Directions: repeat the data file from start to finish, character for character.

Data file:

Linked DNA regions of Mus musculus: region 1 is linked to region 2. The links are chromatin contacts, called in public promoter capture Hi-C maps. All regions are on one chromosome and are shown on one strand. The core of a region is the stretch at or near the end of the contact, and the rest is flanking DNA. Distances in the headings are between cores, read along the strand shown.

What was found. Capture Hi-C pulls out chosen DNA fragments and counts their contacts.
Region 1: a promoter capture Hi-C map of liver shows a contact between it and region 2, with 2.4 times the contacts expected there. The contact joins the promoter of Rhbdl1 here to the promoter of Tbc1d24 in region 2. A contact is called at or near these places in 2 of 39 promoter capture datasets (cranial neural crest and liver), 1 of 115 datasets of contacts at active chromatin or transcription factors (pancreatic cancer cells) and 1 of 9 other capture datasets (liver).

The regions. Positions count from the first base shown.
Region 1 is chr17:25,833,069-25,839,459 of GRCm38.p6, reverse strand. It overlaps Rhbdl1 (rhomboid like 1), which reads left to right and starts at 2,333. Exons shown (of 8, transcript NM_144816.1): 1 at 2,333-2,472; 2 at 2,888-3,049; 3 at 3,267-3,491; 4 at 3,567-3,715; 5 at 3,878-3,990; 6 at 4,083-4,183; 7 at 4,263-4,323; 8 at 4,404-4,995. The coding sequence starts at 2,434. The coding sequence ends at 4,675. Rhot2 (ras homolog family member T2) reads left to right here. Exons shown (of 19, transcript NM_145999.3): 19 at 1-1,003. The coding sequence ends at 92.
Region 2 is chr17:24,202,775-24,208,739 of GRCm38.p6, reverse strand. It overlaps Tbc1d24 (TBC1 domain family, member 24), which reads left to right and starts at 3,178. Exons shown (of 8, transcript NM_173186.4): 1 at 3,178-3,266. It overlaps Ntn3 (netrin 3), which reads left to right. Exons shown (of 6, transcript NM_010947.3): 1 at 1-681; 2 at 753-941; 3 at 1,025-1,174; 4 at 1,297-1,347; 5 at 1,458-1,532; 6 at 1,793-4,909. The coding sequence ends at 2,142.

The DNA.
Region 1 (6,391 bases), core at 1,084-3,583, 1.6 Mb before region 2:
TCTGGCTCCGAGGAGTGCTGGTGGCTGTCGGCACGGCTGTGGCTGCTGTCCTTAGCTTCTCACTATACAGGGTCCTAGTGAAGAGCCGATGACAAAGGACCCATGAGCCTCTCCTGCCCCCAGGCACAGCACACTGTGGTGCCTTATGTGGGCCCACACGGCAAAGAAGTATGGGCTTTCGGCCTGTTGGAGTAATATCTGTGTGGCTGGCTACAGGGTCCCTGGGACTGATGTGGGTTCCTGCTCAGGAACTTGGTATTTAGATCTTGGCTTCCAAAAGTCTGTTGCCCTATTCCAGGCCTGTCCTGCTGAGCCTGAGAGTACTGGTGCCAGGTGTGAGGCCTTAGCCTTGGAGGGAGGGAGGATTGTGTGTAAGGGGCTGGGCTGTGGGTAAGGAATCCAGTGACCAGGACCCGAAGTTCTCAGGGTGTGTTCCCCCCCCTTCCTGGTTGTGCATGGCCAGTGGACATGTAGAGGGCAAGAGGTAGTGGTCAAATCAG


Linked DNA regions of Mus musculus: region 1 is linked to region 2. The links are chromatin contacts, called in public promoter capture Hi-C maps. All regions are on one chromosome and are shown on one strand. The core of a region is the stretch at or near the end of the contact, and the rest is flanking DNA. Distances in the headings are between cores, read along the strand shown.

What was found. Capture Hi-C pulls out chosen DNA fragments and counts their contacts.
Region 1: a promoter capture Hi-C map of liver shows a contact between it and region 2, with 2.4 times the contacts expected there. The contact joins the promoter of Rhbdl1 here to the promoter of Tbc1d24 in region 2. A contact is called at or near these places in 2 of 39 promoter capture datasets (cranial neural crest and liver), 1 of 115 datasets of contacts at active chromatin or transcription factors (pancreatic cancer cells) and 1 of 9 other capture datasets (liver).

The regions. Positions count from the first base shown.
Region 1 is chr17:25,833,069-25,839,459 of GRCm38.p6, reverse strand. It overlaps Rhbdl1 (rhomboid like 1), which reads left to right and starts at 2,333. Exons shown (of 8, transcript NM_144816.1): 1 at 2,333-2,472; 2 at 2,888-3,049; 3 at 3,267-3,491; 4 at 3,567-3,715; 5 at 3,878-3,990; 6 at 4,083-4,183; 7 at 4,263-4,323; 8 at 4,404-4,995. The coding sequence starts at 2,434. The coding sequence ends at 4,675. Rhot2 (ras homolog family member T2) reads left to right here. Exons shown (of 19, transcript NM_145999.3): 19 at 1-1,003. The coding sequence ends at 92.
Region 2 is chr17:24,202,775-24,208,739 of GRCm38.p6, reverse strand. It overlaps Tbc1d24 (TBC1 domain family, member 24), which reads left to right and starts at 3,178. Exons shown (of 8, transcript NM_173186.4): 1 at 3,178-3,266. It overlaps Ntn3 (netrin 3), which reads left to right. Exons shown (of 6, transcript NM_010947.3): 1 at 1-681; 2 at 753-941; 3 at 1,025-1,174; 4 at 1,297-1,347; 5 at 1,458-1,532; 6 at 1,793-4,909. The coding sequence ends at 2,142.

The DNA.
Region 1 (6,391 bases), core at 1,084-3,583, 1.6 Mb before region 2:
TCTGGCTCCGAGGAGTGCTGGTGGCTGTCGGCACGGCTGTGGCTGCTGTCCTTAGCTTCTCACTATACAGGGTCCTAGTGAAGAGCCGATGACAAAGGACCCATGAGCCTCTCCTGCCCCCAGGCACAGCACACTGTGGTGCCTTATGTGGGCCCACACGGCAAAGAAGTATGGGCTTTCGGCCTGTTGGAGTAATATCTGTGTGGCTGGCTACAGGGTCCCTGGGACTGATGTGGGTTCCTGCTCAGGAACTTGGTATTTAGATCTTGGCTTCCAAAAGTCTGTTGCCCTATTCCAGGCCTGTCCTGCTGAGCCTGAGAGTACTGGTGCCAGGTGTGAGGCCTTAGCCTTGGAGGGAGGGAGGATTGTGTGTAAGGGGCTGGGCTGTGGGTAAGGAATCCAGTGACCAGGACCCGAAGTTCTCAGGGTGTGTTCCCCCCCCTTCCTGGTTGTGCATGGCCAGTGGACATGTAGAGGGCAAGAGGTAGTGGTCAAATCAG